Getting To Know The Competitive Food RuleFri 15 Mar 2013
Story by The Food Revolution Team
What The Competitive Food Rule Means for School Snacks and How You Can Help!
This past week we held an amazing live conversation via a Google+ Hangout which focused on the US Department of Agriculture’s new Competitive Food Rule – which applies to snack food and beverages sold outside of the National School Lunch and Breakfast programs.
During the conversation we were joined by school food experts Jessica Donze Black, Director of the Kids’ Safe and Healthful Foods Project, Margo Wootan, Director of Nutrition Policy at the Center for Science in the Public Interest, Lisa Creighton, Senior Program Coordinator, Nutrition, Hunger and Physical Activity, NEA and Bag the Junk, and Monifa Bandele, Campaign Director from MomsRising. The conversation was moderated by Jo Creed, from the Jamie Oliver Food Foundation.
All of the participants shared important knowledge and insights about the rule and what we should all do to help make sure that this rule impacts real and meaningful change in schools nationwide. Here are some of the highlights:
• “Right now standards vary place to place, so a lot of kids are in school districts where there aren’t very many healthy options available, so this national set of standards will ensure that all kids, in all school districts, and in all states around the country will have healthy foods in vending machines, a la carte, school stores, and everywhere on campus for the whole school day.” Margo Wootan
• “It’s going to bring all schools up to a more reasonable place in regards to what they sell so that all parents can feel more confident.” Jessica Donze Black
• “We are going to have the opportunity to see really exciting new foods in schools like carrots and humus as a snack or nuts and dried fruits and trail mix or low fat yogurt.” Lisa Creighton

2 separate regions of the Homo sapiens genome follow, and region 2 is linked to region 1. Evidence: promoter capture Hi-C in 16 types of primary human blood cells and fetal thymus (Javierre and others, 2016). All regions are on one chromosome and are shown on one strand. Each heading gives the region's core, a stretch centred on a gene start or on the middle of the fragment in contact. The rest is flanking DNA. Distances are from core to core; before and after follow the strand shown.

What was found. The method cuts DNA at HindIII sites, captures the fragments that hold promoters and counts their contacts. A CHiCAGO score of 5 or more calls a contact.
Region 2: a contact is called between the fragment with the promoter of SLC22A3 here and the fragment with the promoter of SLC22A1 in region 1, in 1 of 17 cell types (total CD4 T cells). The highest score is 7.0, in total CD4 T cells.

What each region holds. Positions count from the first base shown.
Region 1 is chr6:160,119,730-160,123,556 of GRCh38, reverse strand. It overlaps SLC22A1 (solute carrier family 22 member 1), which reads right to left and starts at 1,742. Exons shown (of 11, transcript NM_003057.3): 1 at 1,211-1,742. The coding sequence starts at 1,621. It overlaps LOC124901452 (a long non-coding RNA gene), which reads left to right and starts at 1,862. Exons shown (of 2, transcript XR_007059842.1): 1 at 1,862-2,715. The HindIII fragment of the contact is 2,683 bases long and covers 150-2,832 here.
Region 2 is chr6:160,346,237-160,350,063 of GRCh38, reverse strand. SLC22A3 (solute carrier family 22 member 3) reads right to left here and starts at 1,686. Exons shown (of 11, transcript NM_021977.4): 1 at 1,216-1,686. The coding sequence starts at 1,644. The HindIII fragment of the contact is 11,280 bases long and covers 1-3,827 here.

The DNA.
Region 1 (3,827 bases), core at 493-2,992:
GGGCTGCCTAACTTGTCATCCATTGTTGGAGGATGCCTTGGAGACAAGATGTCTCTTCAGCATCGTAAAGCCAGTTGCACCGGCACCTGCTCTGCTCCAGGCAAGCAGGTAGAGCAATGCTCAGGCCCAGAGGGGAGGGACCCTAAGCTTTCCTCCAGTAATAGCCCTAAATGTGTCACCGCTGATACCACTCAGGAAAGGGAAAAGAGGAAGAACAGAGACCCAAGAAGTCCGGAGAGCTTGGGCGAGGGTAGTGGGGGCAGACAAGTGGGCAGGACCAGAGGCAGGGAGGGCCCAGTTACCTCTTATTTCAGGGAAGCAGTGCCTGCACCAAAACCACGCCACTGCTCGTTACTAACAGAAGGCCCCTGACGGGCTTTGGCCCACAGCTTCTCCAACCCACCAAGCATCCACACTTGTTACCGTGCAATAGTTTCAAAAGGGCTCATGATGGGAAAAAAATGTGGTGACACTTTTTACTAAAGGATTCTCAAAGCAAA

• “Some schools have chosen not to have a snack line and just offer a full meal, and those schools oftentimes do better financially where they are not luring kids away from the reimbursable meal so they get the kids’ lunch money and additional reimbursement from the USDA, both cash reimbursement and commodities.” Margo Wootan
• “When kids don’t have access to snacks and treats, they are more likely to purchase a school meal, which is better for the school budget. Their net revenue actually goes up.” Jessica Donze Black
• “The problem with sports drinks is that they are marketed by athletes but the imported component of that is that they are athletes that work out vigorously for many, many hours a day which is much more than what the majority of kids are doing in schools.” Lisa Creighton
• “We have to let parents know that this will not eliminate snacks or the a la cart line, but it is really just replacing it with healthier things that can also raise money.” Monifa Bandele
• “Individual schools can set their own higher standards, and we’ve seen so many success stories of just an individual school that set really high standards and because they’re working with the entire school community they are very successful because the children are supported with these new diets that for many of them they may just be trying out.” Monifa Bandele
• “Parents can work with their schools towards these standards so that it is not a total shock when the national rule is put in place.” Margo Wootan
• “It’s really important to comment on these rules and if you think that schools should go above and beyond and cut down on sugary drinks and sports drinks then make that clear when commenting to the USDA.” Jo Creed
The comment period for this rule is open until April 9th and anyone who cares about kids, the types of foods that are available in schools and the broader food education message should comment on this rule.
Find out more about the rule and how you can act here.
Watch the full video of this great conversation here.
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